Celebrating our two-year anniversary
NIMRC Turns 2: Looking to Our Future
We’ve spent the last month celebrating the two-year anniversary of The National Institute for Medical Respite Care (NIMRC). While we’ve reflected on the exciting work we’ve been able to do since we took the leap and established this national institute, we now want to take a moment to look forward.
Access: The medical respite field continues to grow at a rapid pace. We are contacted weekly by communities interested in exploring the opportunity to develop a medical respite program or expand their medical respite services. While the number of medical respite programs has grown 40% in the last five years, we still have far too little access to medical respite services.
In many states, there is only one medical respite program, and we still have eight states with no known medical respite services. Expanding access to medical respite care is part of the mission of NIMRC and we plan to grow our resources and capacity to support communities in their program development.
Best Practice: The field of medical respite is grounded in the Health Care for the Homeless movement and has been part of the National Health Care for the Homeless Council’s work for over 20 years. During this time, we’ve served as a convener of medical respite providers across the country.
Through the Respite Care Providers Network, we’ve created spaces for providers to share with each other their experiences, their challenges, their successes, and their strategies. From this work, we’ve been able to create resources on best practices and establish standards for medical respite care.
Holding our field to a high-quality standard of care will always be a cornerstone of NIMRC. Looking forward, we are exploring more formal avenues to help programs demonstrate to partners and funders their commitment to and ability to deliver quality care.
Sustainability: The pathways for funding medical respite services have evolved since the first program opened in the 1980s. More community partners are at the table, more systems are familiar with medical respite, and more stakeholders are seeing the benefit of these programs. Barbara DiPietro, Sr. Director of Policy, shared in a previous blog that increasingly states and managed care plans are establishing reimbursements for medical respite services.
This is a huge step for sustainable funding for medical respite programs. It is also an opportunity for NIMRC to clarify to these stakeholders what this service entails, who it is intended for, and how it can affect outcomes. We also know that in order for medical respite programs to partner with funders, they need to be able to tell their story.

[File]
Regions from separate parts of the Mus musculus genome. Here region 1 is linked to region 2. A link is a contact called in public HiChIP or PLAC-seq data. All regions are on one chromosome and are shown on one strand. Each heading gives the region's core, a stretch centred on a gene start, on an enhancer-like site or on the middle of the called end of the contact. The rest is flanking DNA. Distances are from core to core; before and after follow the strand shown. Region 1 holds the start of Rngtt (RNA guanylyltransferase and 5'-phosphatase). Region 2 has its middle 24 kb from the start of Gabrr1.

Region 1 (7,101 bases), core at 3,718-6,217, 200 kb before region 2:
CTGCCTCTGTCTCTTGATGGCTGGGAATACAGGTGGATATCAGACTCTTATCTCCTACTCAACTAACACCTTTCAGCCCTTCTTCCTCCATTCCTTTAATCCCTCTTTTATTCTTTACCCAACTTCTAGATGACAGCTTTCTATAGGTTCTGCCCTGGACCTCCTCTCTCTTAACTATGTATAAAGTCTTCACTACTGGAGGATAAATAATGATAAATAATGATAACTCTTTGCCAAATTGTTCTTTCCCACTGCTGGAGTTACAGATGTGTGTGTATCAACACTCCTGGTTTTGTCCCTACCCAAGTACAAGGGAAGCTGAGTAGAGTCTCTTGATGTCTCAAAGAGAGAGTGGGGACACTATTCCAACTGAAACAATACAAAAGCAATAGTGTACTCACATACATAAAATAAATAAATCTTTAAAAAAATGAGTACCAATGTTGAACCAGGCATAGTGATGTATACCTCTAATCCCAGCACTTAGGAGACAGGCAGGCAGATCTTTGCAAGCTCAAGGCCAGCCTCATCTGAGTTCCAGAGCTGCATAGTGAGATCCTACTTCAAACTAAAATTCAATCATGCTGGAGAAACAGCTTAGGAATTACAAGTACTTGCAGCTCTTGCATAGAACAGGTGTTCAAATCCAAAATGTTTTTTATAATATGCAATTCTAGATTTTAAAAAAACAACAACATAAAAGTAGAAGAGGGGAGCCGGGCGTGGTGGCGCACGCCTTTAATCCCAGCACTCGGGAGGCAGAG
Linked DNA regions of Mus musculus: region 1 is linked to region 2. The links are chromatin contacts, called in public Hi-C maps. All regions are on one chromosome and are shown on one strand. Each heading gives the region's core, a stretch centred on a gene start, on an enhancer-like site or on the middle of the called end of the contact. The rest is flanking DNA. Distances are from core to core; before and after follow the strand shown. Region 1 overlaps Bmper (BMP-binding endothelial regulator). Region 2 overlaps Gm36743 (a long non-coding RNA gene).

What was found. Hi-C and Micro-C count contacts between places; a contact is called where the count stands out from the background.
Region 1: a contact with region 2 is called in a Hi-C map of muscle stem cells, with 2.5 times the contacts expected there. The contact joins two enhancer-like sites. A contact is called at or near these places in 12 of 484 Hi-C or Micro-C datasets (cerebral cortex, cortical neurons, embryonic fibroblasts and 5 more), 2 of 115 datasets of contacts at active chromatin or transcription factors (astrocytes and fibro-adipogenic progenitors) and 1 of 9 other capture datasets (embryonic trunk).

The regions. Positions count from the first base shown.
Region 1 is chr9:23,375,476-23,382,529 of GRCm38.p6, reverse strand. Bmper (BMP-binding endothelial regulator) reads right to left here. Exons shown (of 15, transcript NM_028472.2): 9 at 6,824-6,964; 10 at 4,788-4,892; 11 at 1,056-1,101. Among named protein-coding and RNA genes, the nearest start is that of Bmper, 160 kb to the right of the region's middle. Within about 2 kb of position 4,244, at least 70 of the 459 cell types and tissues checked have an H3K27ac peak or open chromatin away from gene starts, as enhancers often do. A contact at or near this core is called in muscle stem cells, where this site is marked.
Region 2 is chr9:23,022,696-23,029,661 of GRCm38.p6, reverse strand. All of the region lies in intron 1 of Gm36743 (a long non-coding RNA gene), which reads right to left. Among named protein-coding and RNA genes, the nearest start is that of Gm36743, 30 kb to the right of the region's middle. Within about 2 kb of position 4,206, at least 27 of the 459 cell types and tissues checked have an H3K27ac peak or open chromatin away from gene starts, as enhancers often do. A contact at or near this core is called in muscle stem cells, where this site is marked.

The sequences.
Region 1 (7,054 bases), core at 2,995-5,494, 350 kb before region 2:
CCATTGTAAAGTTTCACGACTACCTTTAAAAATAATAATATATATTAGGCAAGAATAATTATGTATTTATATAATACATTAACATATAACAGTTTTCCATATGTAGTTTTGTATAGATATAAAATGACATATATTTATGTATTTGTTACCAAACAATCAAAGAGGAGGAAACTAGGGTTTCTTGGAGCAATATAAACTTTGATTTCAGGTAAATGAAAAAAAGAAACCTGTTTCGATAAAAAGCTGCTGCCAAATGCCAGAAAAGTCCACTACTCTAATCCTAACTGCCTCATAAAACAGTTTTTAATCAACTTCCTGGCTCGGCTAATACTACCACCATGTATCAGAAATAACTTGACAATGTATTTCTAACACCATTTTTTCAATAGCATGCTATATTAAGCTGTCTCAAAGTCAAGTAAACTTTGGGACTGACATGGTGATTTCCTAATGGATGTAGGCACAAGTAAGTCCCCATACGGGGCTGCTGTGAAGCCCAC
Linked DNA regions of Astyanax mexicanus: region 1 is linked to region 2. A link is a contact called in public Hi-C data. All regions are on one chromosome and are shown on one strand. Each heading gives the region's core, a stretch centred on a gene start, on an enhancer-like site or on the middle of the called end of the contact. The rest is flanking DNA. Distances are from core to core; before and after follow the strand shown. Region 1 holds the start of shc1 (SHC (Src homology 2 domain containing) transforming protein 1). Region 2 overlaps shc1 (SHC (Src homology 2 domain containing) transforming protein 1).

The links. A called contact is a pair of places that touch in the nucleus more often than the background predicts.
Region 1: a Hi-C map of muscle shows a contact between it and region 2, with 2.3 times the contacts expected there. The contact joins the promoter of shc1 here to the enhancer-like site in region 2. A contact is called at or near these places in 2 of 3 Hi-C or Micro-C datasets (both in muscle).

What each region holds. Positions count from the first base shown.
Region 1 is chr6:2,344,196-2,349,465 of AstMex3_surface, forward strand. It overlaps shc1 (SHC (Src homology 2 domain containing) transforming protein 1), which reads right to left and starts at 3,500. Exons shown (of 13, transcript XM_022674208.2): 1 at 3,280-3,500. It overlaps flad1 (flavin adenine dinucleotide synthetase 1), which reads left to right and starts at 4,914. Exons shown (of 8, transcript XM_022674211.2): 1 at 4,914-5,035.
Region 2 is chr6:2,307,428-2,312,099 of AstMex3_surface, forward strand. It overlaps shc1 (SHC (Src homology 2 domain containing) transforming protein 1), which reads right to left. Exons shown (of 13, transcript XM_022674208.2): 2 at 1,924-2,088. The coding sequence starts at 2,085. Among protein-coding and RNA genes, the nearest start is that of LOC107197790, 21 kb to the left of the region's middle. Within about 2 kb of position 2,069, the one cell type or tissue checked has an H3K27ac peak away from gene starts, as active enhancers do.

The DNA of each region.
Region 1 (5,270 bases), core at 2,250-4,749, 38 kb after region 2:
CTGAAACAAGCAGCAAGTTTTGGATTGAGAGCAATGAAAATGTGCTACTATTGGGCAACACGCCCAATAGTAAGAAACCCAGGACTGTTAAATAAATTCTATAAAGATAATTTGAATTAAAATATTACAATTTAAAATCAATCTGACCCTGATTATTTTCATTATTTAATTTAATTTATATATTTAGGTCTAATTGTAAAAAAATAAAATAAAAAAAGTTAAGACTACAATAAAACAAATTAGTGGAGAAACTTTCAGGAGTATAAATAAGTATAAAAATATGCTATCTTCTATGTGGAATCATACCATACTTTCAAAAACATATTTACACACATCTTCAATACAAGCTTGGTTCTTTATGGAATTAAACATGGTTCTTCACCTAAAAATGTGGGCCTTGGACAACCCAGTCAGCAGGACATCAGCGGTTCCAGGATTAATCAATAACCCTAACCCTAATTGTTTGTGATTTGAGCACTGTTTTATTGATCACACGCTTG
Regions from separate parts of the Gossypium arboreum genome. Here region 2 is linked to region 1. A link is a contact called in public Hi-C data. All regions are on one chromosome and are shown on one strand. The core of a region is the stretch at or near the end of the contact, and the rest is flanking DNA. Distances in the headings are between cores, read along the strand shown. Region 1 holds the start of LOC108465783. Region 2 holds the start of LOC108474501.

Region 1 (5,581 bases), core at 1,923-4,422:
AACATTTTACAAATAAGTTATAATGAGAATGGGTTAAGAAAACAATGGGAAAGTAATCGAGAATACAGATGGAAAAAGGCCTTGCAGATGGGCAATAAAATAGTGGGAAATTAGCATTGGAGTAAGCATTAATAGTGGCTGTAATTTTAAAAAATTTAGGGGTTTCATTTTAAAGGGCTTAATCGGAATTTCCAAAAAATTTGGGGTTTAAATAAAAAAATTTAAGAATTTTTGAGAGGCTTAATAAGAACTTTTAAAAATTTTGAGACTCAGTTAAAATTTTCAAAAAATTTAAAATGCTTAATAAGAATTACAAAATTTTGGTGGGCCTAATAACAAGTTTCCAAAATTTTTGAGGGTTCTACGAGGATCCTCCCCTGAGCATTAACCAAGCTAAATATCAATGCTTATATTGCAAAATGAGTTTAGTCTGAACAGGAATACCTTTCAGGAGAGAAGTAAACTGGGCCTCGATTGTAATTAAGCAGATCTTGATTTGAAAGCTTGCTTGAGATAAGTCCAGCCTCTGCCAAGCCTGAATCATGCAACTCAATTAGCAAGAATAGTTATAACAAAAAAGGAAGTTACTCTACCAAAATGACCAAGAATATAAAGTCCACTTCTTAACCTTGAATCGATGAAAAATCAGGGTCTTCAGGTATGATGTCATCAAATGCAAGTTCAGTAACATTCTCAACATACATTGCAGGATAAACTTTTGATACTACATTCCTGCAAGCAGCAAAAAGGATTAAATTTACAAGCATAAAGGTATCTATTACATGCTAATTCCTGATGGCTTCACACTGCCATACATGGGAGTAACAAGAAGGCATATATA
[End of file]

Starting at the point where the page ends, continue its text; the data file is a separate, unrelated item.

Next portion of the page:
NIMRC is focused on building medical respite program capacity for streamlining data collection practices and prioritizing outcome metrics.
Growth: For many years, the Council was only able to dedicate one full-time staff person to medical respite care. With the launch of NIMRC, there is now a medical respite team made up of four talented, dedicated, and creative staff, and a NIMRC leadership team that brings clinical, policy, and programmatic expertise from across the Council to NIRMC’s work. We have seen exponential growth in our staff capacity around medical respite in the last two years and are continuing to grow to meet the needs of the field. The medical respite team will add three new staff in the coming months and will grow even more in early 2023.
This month, I celebrate 10 years on staff at the National Health Care for the Homeless Council. I still remember the first medical respite technical assistance call I facilitated on my own. I was nervous and shaky, unsure if I felt qualified enough to be helpful. I was speaking to an HCH nurse who was worried about a patient recently released from the hospital who really needed to rest but had to leave the shelter during the day. Her community did not have a medical respite program. We talked it through; I gave her all the resources we had on starting a program, including a draft of the medical respite standards which were not yet finalized. This is one of the things I love about medical respite care. Medical respite providers are often caring and creative problem solvers. They see injustice, a gap in care in their community, and take it on. At the end of the call, she asked if she could follow-up again when she inevitably ran into a challenge or barrier and I said to her what we say at the end of all calls with our community, “We are always here to support you and your work.” Establishing NIMRC has created opportunities for us to support the field of medical respite in ways I could not have previously imagined. We are so excited about what is on the horizon for NIMRC and, as always, we’ll continue to grow this work side-by-side with communities and providers.